One of Australia’s leading pharmacy chains has revealed an audacious plan to offer some medicines listed on the Pharmaceutical Benefits Scheme (PBS) for free, and others at heavily discounted prices.
With inflation and the overall cost of living still rising, and showing no signs of slowing, consumers are looking for savings anywhere they can.
Now, pharmacy chain Chemist Warehouse has told News Corp it wants the federal government to relax rules around PBS co-payments so that it can offer greater discounts on medicines, and even offer some medicines free of charge.
Under current rules, Australians must pay a co-payment of $6.80 if they are a concession card holder or $42.50 if they are a general patient. The maximum PBS co-payment is set to reduce to $30 from 1 January 2023.
Pharmacies in Australia are only allowed to discount this co-payment by $1.
In New Zealand, where Chemist Warehouse also operates, government-subsidised medicines are available with a co-payment of NZ$5.
But pharmacies across the ditch are allowed to discount this co-payment amount completely, meaning the cost of the medicine is borne entirely by the government, with the end-user paying nothing.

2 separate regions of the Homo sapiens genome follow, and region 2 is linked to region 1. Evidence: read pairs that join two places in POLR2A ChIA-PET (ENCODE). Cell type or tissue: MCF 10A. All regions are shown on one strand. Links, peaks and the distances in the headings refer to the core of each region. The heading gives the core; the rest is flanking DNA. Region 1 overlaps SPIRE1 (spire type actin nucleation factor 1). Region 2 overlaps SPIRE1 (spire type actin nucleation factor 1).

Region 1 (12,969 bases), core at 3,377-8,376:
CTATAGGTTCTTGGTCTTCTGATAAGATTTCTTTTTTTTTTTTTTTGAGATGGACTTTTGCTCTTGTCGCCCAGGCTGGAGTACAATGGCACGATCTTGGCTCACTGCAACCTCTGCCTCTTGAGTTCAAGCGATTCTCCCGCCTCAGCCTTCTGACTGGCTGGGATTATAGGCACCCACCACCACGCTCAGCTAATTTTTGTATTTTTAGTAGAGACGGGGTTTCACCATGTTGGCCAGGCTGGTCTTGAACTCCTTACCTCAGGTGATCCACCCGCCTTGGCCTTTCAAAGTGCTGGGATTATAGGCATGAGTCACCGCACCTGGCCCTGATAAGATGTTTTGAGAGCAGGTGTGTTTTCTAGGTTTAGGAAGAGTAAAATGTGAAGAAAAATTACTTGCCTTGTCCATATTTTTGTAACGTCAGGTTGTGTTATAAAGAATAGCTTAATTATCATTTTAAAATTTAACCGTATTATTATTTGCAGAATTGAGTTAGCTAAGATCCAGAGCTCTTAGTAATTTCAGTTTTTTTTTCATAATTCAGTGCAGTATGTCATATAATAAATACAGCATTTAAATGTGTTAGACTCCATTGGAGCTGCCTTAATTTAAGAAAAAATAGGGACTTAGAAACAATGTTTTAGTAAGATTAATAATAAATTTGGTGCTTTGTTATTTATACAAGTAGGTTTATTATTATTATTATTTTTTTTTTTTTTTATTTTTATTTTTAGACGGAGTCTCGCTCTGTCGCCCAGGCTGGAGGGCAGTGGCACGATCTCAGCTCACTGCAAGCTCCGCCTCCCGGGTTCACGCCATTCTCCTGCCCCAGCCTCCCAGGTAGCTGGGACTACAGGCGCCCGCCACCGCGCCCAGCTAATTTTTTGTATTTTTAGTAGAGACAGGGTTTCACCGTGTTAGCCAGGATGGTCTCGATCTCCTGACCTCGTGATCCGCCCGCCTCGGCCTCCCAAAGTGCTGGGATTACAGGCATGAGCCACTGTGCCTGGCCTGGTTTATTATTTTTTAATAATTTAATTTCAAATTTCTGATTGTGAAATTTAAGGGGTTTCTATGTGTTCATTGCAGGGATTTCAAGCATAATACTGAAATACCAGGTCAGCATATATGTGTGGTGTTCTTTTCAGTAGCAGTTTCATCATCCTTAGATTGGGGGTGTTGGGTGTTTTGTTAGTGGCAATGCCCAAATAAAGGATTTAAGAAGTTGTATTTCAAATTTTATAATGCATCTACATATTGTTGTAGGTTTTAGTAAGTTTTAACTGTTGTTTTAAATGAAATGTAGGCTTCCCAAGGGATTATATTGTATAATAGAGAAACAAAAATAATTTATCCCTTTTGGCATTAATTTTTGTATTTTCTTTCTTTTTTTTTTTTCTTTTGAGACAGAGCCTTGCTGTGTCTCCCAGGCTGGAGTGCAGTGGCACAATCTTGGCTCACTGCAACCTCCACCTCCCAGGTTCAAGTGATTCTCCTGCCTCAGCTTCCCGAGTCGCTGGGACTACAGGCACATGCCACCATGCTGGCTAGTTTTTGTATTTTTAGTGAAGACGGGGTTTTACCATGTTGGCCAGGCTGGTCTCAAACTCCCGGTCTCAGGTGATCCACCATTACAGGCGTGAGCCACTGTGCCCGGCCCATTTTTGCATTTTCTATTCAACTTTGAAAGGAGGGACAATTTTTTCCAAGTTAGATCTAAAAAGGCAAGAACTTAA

Chemist Warehouse COO Mario Tascone said he wanted to see similar rules adopted here to give pharmacies greater flexibility in their pricing.
“We offer free prescriptions in NZ because we are allowed to discount the co-payment and we take the whole co-payment off,” he said.
“We would like to choose what we can discount the co-payment to here, and if the rules changed for certain drugs we would forfeit the co-payment.”
While it would be possible for some medicines to be offered free, Mr Tascone stressed it wouldn’t be possible for all medicines.
However, the rule changes would allow pharmacies to offer better discounts for more expensive drugs.
“[We] might be able to slash the general patient co-payment to $20 on some medicines and reduce the $6.80 co-payment pensioners pay to $2,” he said.
“We might be able to do some things for free. We might be able to do some things for $5. We want that flexibility.”
In 2020–21, more than half a million Australians reported either delaying or not filling a prescription due to cost. The economic climate for some is even worse now than in 2020, so expect this figure to rise much higher.
Has the rising cost of medicine affected you? Do you support these PBS rule changes? Let us know in the comments section below.